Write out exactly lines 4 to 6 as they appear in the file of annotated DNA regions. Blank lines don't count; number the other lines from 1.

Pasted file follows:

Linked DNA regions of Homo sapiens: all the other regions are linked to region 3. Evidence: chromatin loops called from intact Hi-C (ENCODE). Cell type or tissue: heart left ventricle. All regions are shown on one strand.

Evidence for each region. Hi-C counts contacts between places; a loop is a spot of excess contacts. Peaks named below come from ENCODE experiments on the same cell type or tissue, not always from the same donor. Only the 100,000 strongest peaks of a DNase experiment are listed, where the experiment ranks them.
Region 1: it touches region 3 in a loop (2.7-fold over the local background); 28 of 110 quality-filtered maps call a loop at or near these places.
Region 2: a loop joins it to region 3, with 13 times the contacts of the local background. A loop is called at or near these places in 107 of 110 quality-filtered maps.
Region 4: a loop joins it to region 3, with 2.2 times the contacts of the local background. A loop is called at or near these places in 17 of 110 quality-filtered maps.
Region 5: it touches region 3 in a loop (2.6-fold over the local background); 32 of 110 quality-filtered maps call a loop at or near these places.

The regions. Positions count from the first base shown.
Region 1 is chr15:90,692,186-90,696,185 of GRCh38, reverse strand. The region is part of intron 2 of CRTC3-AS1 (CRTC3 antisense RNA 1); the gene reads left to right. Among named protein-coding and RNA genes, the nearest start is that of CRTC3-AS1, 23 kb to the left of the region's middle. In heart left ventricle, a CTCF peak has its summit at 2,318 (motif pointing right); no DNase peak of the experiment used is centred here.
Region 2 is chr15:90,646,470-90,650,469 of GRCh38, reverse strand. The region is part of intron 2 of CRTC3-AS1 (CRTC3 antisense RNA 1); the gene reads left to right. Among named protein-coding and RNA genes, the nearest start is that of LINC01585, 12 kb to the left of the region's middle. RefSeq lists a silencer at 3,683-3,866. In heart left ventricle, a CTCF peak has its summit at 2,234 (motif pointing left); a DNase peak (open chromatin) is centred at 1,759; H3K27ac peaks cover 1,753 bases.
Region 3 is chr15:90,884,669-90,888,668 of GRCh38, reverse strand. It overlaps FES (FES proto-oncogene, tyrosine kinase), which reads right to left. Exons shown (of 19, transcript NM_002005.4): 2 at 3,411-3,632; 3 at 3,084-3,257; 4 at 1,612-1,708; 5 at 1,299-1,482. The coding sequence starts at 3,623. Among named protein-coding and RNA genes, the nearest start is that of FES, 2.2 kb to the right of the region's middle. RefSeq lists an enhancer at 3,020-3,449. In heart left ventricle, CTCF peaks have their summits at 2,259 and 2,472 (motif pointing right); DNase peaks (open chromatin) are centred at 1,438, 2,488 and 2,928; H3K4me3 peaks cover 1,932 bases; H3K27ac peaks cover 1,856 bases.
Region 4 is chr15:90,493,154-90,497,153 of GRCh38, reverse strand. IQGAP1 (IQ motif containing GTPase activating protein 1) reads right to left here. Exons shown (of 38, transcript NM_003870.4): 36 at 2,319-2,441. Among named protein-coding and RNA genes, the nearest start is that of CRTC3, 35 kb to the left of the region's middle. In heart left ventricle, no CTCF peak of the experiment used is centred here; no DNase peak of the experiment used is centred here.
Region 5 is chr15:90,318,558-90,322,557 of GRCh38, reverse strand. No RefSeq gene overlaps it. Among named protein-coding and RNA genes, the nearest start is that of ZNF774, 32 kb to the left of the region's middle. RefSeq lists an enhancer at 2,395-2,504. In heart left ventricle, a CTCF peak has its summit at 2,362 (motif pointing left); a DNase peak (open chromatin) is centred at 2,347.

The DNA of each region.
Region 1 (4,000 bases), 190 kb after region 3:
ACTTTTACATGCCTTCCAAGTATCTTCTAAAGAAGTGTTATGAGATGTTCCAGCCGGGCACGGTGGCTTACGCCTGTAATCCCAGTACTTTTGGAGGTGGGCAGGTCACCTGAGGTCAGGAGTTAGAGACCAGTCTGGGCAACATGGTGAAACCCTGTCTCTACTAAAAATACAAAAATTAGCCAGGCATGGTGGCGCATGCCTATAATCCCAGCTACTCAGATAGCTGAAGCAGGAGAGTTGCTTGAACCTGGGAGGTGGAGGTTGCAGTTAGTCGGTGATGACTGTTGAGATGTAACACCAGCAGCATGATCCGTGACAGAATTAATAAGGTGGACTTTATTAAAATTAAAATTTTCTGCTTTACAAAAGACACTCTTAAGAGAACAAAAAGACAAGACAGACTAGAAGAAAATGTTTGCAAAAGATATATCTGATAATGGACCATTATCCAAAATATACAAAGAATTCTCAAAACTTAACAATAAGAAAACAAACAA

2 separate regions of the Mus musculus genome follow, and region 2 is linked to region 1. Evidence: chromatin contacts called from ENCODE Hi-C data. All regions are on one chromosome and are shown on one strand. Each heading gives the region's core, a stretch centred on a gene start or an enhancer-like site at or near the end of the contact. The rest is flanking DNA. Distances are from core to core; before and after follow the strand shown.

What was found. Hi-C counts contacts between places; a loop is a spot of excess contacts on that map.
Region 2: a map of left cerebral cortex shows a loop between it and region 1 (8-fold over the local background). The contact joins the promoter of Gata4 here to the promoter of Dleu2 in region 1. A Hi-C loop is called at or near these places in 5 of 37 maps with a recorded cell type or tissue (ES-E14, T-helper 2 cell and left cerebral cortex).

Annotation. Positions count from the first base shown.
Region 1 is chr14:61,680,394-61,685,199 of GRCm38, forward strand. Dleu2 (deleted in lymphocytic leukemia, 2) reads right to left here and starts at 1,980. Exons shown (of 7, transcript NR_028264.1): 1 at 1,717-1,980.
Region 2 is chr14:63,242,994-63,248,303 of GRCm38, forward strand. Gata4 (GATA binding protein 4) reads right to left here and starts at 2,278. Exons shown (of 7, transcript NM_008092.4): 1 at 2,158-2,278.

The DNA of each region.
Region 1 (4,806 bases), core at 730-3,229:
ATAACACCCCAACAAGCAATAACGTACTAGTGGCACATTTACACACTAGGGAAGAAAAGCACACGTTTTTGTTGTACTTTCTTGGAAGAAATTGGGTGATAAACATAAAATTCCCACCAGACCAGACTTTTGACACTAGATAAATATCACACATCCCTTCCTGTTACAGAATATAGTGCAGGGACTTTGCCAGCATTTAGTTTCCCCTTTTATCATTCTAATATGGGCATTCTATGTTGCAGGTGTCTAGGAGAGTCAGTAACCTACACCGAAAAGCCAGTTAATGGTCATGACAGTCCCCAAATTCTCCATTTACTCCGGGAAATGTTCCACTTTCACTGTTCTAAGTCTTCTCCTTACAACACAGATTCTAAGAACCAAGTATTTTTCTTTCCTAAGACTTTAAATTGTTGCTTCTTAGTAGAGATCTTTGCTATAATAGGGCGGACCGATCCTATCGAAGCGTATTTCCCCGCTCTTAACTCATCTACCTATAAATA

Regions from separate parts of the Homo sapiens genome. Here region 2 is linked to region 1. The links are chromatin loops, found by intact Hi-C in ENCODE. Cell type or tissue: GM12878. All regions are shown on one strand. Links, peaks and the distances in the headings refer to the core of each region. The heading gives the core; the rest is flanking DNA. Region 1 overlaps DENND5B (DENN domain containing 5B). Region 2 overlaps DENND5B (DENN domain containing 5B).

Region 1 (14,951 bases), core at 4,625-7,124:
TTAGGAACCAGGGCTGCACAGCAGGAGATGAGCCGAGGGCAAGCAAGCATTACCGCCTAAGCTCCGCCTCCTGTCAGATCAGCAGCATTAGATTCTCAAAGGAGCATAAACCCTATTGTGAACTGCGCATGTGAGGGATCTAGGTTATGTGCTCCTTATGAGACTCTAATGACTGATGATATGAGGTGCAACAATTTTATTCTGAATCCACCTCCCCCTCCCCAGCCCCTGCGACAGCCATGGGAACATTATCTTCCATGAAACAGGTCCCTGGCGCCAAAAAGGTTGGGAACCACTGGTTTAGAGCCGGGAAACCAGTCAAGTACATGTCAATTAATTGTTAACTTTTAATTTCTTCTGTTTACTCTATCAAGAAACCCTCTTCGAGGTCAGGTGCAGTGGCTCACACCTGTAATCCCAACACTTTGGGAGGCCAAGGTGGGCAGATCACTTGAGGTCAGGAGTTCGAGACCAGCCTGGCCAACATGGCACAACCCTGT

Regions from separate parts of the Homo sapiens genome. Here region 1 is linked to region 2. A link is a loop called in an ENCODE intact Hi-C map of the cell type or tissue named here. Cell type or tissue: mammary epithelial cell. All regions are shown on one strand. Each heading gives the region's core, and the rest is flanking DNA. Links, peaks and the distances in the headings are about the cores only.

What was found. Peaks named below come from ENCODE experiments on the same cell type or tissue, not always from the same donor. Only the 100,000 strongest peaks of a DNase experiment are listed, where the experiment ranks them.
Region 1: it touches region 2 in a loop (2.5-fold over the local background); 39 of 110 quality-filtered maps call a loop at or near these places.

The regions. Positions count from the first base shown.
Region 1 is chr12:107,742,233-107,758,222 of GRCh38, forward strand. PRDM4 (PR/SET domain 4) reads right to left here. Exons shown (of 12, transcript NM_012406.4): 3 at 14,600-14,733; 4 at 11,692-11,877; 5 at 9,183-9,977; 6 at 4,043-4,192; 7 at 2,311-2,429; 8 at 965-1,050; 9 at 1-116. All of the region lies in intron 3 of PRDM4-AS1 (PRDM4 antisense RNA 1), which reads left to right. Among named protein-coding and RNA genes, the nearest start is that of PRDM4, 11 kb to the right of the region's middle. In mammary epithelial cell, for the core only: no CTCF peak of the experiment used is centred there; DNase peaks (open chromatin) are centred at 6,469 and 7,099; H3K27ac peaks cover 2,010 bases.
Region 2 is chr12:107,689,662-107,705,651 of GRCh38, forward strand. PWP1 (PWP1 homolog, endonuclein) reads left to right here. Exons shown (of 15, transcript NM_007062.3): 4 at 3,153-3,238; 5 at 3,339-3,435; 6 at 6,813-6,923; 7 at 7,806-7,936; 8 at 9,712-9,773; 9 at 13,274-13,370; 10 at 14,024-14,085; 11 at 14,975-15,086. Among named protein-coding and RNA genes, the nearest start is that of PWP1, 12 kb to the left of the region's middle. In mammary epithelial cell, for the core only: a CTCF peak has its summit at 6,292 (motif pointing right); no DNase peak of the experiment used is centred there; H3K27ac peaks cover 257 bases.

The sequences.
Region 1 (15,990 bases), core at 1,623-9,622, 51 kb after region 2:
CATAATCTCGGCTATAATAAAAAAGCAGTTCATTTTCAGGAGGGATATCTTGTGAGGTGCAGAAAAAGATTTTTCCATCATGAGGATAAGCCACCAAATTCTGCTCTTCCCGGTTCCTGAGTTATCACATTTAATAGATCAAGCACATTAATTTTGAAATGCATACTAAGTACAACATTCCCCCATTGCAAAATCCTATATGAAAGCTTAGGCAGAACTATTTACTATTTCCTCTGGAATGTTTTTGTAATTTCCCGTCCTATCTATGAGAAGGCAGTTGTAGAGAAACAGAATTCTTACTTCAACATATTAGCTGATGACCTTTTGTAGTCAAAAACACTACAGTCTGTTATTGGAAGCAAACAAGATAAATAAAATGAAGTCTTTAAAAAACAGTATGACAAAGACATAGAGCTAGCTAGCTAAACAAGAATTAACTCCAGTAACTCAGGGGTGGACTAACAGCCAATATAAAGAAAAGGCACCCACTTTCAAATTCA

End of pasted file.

Region 2: a loop joins it to region 3, with 13 times the contacts of the local background. A loop is called at or near these places in 107 of 110 quality-filtered maps.
Region 4: a loop joins it to region 3, with 2.2 times the contacts of the local background. A loop is called at or near these places in 17 of 110 quality-filtered maps.
Region 5: it touches region 3 in a loop (2.6-fold over the local background); 32 of 110 quality-filtered maps call a loop at or near these places.